More research in the unknown role of microbes in thaw lakes is urgently needed, a new review paper by NESSC-scientists underlines. Permafrost areas across the globe are slowly thawing as the Earth warms up. As a result, more and more thaw lakes are emerging. Microbial life within these thaw lakes produces greenhouse gases. This development could therefore, in potential, accelerate further global warming. However, due to the lack of knowledge about these microorganisms it remains difficult to make predictions for the future. More research into microorganisms in thaw lakes is therefore urgently needed, the scientists write in a review article published in Trends in Microbiology.
Permafrost is an underground layer covering a quarter of the Earth’s surface in the Northern Hemisphere. It contains high levels of frozen organic material. As the Earth warms up, this layer is slowly thawing, causing a release of the organic material trapped within. Thaw lakes emerge as a result, and they are currently increasing in number and size. “Enormous meadow-like expanses start to appear, with in them lots of small lakes clustered together. These vast areas can be found in places like Northern Canada, for example,” explains Cornelia Welte, a researcher in the Ecological Microbiology department of the Radboud University.
Micro-organisms in the anoxic soils convert the organic material into methane, a greenhouse gas. It is very likely that thaw lakes therefore contribute to the enhanced greenhouse effect.
Lots of research is being done around the world into how permafrost is changing, but it is still very difficult to predict how exactly thaw lakes are influencing climate change. Together with NESSC-researcher Michiel in ’t Zandt, Welte compiled all the available scientific knowledge of thaw lakes and noticed a substantial lack of data on microbial life in those lakes.
“Researchers often only take measurements in one lake and extrapolate those data to the whole area. That appears to not always be accurate. Each thaw lake is unique, and the micro-organisms within each lake are different,” says In ’t Zandt.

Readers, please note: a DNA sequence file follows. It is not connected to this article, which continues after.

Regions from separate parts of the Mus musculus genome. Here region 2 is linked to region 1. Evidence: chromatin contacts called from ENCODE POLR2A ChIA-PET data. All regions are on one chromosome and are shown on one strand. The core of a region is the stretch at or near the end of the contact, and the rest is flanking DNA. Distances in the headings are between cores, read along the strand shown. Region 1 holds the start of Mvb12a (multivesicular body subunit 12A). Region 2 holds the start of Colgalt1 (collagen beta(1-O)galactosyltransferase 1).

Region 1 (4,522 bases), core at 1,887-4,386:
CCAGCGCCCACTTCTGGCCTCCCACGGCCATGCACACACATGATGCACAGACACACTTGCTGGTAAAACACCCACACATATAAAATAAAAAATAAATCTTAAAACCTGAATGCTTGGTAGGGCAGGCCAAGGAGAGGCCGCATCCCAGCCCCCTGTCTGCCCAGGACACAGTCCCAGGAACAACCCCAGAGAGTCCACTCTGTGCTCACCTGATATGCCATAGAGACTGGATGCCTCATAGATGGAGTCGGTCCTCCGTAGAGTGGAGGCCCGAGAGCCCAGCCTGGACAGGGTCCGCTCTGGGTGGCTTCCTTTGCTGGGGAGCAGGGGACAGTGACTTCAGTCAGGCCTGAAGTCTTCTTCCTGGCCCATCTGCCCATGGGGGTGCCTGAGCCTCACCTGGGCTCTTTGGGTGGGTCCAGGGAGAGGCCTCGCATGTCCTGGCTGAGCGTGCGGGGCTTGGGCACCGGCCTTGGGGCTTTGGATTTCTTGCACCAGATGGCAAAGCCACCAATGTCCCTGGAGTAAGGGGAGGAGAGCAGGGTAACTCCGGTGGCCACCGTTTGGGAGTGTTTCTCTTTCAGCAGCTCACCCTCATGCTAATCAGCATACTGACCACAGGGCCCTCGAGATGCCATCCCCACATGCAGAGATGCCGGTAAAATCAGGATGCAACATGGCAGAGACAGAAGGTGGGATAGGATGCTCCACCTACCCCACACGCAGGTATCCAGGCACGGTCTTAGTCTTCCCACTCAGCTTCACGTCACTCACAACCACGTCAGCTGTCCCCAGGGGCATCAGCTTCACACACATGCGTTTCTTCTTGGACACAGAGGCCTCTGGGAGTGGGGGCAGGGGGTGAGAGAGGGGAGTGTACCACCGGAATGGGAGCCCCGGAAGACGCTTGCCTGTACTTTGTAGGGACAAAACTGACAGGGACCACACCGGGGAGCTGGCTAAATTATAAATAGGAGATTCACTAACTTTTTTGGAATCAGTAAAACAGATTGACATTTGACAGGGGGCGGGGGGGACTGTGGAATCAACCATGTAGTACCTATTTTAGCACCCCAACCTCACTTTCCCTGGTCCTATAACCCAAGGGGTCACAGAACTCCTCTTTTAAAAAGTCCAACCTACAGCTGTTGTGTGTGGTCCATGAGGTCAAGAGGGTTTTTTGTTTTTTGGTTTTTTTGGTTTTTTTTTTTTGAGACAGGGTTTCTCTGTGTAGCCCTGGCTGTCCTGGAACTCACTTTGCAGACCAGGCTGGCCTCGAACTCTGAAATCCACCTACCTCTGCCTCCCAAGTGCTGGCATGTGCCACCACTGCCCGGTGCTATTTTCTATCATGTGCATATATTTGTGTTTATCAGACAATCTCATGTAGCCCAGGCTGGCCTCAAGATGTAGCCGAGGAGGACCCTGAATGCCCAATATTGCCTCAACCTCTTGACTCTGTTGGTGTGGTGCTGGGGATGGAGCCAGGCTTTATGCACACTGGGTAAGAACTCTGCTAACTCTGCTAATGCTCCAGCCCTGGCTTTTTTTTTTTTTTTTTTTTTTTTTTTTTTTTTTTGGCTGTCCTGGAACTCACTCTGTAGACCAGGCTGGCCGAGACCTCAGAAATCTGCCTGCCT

These regions are often inhospitable in the winter, which does not aid the research. “It’s difficult to take measurements in these regions during winter. What we’ve seen is that methane is produced during winter and is stored in the ice of the frozen lake. In spring, when the ice melts, there’s a huge release of methane. But it’s difficult to say exactly how much methane is released,” says Welte.
Measurements therefore need to be taken in more locations, and more regularly, according to the researchers. But that is easier said than done. “At present, we have a lot of complicated tests that take a long time. The microbiological research we currently do isn’t something we could apply to every lake. So we need a faster, easier test to enable us to collect a lot of data more quickly.”
But in order to develop that kind of rapid test, the researchers first need to understand precisely which factors play a role in the production of greenhouse gases in these lakes. “We have seen that various methane-consuming microorganisms also convert a large proportion of the methane into the less harmful greenhouse gas carbon dioxide. But we really don’t know very much about these methane-eating bacteria, even though we know they play a role in the thaw lakes,” says Welte.
Thaw lakes in a bottle
That is why Radboud University microbiologists are now focusing on this research. “We’ve already been able to use soil samples from two thaw lakes in Alaska, brought back by fellow NESSC-researchers at VU Amsterdam,” says in ’t Zandt. “We bottled a small amount of these thaw lakes and looked at the influence of temperature on methane production by the microorganisms present. After carrying out this experiment for almost a year, one of the things we could see was that methane production does accelerate at higher temperatures. But more research into other factors is definitely needed, such as the influence of seawater on the microbial system in thaw lakes.”
Roles of thermokarst lakes in a warming world
Trends in Microbiology, 2020
in ‘t Zandt, M., Liebner, S. and Welte, C. U.
This research is part of the Gravitation-funded programmes Netherlands Earth System Science Center (NESSC) and Soehngen Institute for Anaerobic Microbiology (SIAM)